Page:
20 Bronaber army camp   (PRN 18286)

Historic background

A small military camp was established at Bryn Golau, on the southern outskirts of Trawsfynydd village at the turn of the 20th century (southern edge of area 12) (Southern 1995).  In 1906, a larger, more permanent site was established at Rhiw Goch further south: the War Office bought land from the locals and the camp developed.  The site was roughly divided into two – North and South – and tents were used to accommodate soldiers in the early years.  In 1911, a military railway station adjacent to the existing one at Trawsfynydd (see area 08) and road were built to ease the conveyance of guns, trucks, waggons, horses and personnel to the camp.  The military road went from just south of the present junction of the A470 and A4212 north-east to the station, and made transportation much easier. Soon the War Department owned 8,020 acres in Trawsfynydd parish, mainly for artillery practice for both the Regular and Territorial Army. During the First World War the camp became a busy centre not just for accommodation for soldiers, but also as an artillery range and a prisoner-of-war camp. Typically, soldiers stayed at the camp for two weeks during the summer months, while between the end of September and February the camp was closed to allow repair, replacement and maintenance work (carried out by both Royal Engineers and locals) to take place.  As commercialism  increased, a small, purpose-built village was established west of the camp and was named after a nearby farm, Bron Aber (although it became known locally as Tin-town!).  It comprised a collection of metal huts accommodating cafés, shops and petrol stations, and was used by both soldiers and locals.  The camp prospered and an observatory was built on the tope of Craig y Penmaen (area 21) to observe the shelling of both eastward (‘live’) and westward (‘dead’/blank) shells.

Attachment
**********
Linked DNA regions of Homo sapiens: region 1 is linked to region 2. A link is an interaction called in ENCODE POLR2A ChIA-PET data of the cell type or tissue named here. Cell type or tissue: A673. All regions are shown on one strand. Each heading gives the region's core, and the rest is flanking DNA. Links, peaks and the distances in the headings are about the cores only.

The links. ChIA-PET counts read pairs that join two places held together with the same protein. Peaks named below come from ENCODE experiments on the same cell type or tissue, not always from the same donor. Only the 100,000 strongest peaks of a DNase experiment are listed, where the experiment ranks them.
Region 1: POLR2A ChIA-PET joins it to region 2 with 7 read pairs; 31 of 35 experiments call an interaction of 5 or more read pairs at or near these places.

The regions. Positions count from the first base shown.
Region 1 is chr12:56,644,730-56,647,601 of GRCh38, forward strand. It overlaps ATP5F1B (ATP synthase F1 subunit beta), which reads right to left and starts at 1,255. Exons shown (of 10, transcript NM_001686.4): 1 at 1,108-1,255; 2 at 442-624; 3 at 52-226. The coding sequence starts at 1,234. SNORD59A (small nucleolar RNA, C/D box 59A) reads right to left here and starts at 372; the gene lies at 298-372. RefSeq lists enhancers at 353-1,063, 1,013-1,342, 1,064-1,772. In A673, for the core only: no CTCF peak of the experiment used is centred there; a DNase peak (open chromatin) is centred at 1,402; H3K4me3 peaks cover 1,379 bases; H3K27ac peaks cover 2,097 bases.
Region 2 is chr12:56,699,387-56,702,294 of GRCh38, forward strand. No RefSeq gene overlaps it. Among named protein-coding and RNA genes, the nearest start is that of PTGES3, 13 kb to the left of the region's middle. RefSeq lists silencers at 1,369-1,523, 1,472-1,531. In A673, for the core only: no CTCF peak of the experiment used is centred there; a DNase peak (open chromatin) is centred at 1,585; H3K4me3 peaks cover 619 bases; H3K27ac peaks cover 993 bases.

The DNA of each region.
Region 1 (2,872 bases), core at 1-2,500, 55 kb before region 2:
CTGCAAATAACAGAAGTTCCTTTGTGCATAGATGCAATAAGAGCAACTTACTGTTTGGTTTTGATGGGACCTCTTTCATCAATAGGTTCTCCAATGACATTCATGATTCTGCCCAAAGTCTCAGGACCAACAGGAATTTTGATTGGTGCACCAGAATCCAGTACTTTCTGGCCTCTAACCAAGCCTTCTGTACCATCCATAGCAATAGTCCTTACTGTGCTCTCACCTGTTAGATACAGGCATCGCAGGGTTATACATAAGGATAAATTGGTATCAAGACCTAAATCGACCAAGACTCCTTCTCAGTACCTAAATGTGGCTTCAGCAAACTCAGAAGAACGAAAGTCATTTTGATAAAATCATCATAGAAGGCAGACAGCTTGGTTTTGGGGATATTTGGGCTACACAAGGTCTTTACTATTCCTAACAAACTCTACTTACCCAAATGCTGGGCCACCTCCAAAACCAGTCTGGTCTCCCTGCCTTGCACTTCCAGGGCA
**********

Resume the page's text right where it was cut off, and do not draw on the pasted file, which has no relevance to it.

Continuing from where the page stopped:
By World War II, more-permanent structures had replaced the tents as accommodation, and Rhiw Goch house, built in 1610 and one of the earliest houses in the project area (listed grade II), had been converted into the camp’s Officers’ Mess (unfortunately the interior was much altered in the next few years).  Once again it was also used as a POW camp, though this time mainly for Italian, rather than German, prisoners.

After 1945, the camp gradually lost its importance but was used more as a firing range for unused ammunition, conveyed by rail to Trawsfynydd and then by lorries to Rhiw Goch.  A map drawn up in 1948 (Dolgellau Archives, ZP/12/10) shows the extent of the ‘Trawsfynydd Artillery Range’ at some 8403 acres (‘land owned by the War Department’), stretching form c. Orsedd-lâs farm (SH700313) in the west to c. Foel Boeth (SH778343) and Moel y Slates (SH785365), both outside the project area, in the east.  A public enquiry was opened in November 1949, as the MOD was looking for an extra 5120 acres to provide a ‘practical training area’ using live ammunition under tactical circumstances (Daily Post, 18/11/1949).  The MOD claimed that the land, mainly upland additions to the eastern extent of the area, was of no great agricultural or tourist wealth.  By 1950, still no decision had been made, and protests were held against the expansion in 1951.

The camp was finally closed as a military establishment  in 1957-8, and was re-opened almost immediately to accommodate over 800 non-local construction workers involved with building the Trawsfynydd power station (area 05),  still a self-contained community with its own shops, church, canteen and cinema.  When this was finished, the land was gradually sold back to the original owners (wherever possible).  ‘Tin-town’ was largely demolished in 1971, during the widening of the A470, although a few buildings still exist to the east of the road.  The camp complex is now a hotel and chalet establishment, alongside an artificial ski-slope.

Key historic landscape characteristics

typical and distinctive camp layout, wooden cabins, associated ‘village’

Although Bronaber is principally a construction of the 20th-century, nevertheless the tithe map shows a small concentration of buildings at the road junction here and some of these are still evident (despite much ‘modernisation’ in recent years).  The area is now known as ‘Trawsfynydd Holiday Village’, and most of the structures here are neat, Scandinavian-style wooden cabins (see photograph) set amongst manicured areas of grass and gardens which nevertheless preserve the original layout of the army camp.  The former Officers’ Mess and supposed birthplace of St. John Roberts is still preserved (although much-altered) in the Rhiw Goch hotel, just above and slightly away from the main camp.  There is also a dry-ski slope alongside the hotel which adds to the slightly surreal appearance of the area in the middle of a National Park.  There are a few remains of the purpose-built ‘tin village’ of Bronaber down alongside the modern A470 which are also incongruous in the otherwise bleak, remote, upland landscape.  

© Crown copyright. All rights reserved, Gwynedd Archaeological Trust, 100017916, 2005

Back Home